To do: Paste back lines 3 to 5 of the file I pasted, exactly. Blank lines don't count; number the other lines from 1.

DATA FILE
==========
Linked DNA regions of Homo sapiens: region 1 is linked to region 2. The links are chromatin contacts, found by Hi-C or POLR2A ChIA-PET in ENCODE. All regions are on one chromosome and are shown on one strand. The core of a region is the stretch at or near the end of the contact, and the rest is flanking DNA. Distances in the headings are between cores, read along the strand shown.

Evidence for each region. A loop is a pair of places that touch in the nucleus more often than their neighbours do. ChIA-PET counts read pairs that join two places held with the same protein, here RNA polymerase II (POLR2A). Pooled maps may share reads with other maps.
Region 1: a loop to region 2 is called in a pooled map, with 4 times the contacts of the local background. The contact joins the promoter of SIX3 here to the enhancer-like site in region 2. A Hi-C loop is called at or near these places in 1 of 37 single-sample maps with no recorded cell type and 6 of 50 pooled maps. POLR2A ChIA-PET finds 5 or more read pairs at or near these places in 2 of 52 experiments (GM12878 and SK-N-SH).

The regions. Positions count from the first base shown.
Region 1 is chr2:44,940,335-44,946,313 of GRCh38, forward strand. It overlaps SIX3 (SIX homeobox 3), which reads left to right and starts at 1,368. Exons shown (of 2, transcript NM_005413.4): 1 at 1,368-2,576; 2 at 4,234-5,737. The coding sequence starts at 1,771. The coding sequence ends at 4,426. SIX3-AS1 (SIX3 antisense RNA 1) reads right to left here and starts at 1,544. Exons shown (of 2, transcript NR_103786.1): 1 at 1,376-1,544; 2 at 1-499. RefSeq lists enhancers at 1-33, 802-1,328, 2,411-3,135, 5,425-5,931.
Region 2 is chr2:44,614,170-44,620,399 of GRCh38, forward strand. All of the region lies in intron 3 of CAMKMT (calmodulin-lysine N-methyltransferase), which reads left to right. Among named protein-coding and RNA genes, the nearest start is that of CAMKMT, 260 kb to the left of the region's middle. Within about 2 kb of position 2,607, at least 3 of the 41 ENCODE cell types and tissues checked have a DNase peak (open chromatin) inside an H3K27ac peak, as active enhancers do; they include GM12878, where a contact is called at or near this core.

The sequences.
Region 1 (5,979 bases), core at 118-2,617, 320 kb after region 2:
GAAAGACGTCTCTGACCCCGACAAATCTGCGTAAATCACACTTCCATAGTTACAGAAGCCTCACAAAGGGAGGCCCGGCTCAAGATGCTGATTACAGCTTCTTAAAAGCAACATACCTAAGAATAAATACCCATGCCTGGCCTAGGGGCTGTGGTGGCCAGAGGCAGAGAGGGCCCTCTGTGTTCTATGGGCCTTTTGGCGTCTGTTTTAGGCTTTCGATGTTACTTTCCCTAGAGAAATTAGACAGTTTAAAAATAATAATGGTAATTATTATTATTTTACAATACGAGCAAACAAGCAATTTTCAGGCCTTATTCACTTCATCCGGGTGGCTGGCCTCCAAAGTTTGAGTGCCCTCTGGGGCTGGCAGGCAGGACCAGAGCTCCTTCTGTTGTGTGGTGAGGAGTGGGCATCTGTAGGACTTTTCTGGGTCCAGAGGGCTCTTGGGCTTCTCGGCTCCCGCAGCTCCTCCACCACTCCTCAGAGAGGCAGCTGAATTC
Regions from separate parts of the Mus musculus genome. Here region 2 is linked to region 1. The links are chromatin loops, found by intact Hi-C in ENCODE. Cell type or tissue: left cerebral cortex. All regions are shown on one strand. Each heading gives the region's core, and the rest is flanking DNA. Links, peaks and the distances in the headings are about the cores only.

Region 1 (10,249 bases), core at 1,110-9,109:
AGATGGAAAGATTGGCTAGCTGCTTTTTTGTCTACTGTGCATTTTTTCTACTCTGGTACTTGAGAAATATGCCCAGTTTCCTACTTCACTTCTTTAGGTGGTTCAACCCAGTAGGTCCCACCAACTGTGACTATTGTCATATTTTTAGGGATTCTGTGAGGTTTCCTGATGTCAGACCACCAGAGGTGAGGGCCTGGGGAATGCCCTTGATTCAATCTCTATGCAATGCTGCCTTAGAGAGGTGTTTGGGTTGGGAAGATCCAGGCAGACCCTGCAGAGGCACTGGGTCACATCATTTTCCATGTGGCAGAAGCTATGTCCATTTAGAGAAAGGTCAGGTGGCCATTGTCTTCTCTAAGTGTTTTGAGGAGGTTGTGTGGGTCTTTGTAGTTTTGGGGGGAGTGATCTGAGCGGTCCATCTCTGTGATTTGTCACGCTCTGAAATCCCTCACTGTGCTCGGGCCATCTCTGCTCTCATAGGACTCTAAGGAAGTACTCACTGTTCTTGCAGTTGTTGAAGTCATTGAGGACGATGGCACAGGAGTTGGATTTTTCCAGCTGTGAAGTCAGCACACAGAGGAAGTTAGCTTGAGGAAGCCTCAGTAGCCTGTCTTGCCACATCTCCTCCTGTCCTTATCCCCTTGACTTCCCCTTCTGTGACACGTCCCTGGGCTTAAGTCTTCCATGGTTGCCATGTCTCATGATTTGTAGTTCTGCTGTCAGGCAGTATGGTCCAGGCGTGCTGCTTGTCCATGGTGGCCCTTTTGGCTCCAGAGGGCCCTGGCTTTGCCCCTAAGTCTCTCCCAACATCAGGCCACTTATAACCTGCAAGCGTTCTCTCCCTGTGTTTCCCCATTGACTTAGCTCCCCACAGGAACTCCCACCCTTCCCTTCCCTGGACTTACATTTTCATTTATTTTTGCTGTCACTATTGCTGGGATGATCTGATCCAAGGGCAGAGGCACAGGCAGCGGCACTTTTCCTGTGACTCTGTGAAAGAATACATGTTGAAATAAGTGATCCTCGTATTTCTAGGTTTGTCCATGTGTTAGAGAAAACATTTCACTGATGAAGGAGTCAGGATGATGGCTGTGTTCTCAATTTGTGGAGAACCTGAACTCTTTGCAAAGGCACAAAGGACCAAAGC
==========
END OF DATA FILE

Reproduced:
Region 1: a loop to region 2 is called in a pooled map, with 4 times the contacts of the local background. The contact joins the promoter of SIX3 here to the enhancer-like site in region 2. A Hi-C loop is called at or near these places in 1 of 37 single-sample maps with no recorded cell type and 6 of 50 pooled maps. POLR2A ChIA-PET finds 5 or more read pairs at or near these places in 2 of 52 experiments (GM12878 and SK-N-SH).

The regions. Positions count from the first base shown.
Region 1 is chr2:44,940,335-44,946,313 of GRCh38, forward strand. It overlaps SIX3 (SIX homeobox 3), which reads left to right and starts at 1,368. Exons shown (of 2, transcript NM_005413.4): 1 at 1,368-2,576; 2 at 4,234-5,737. The coding sequence starts at 1,771. The coding sequence ends at 4,426. SIX3-AS1 (SIX3 antisense RNA 1) reads right to left here and starts at 1,544. Exons shown (of 2, transcript NR_103786.1): 1 at 1,376-1,544; 2 at 1-499. RefSeq lists enhancers at 1-33, 802-1,328, 2,411-3,135, 5,425-5,931.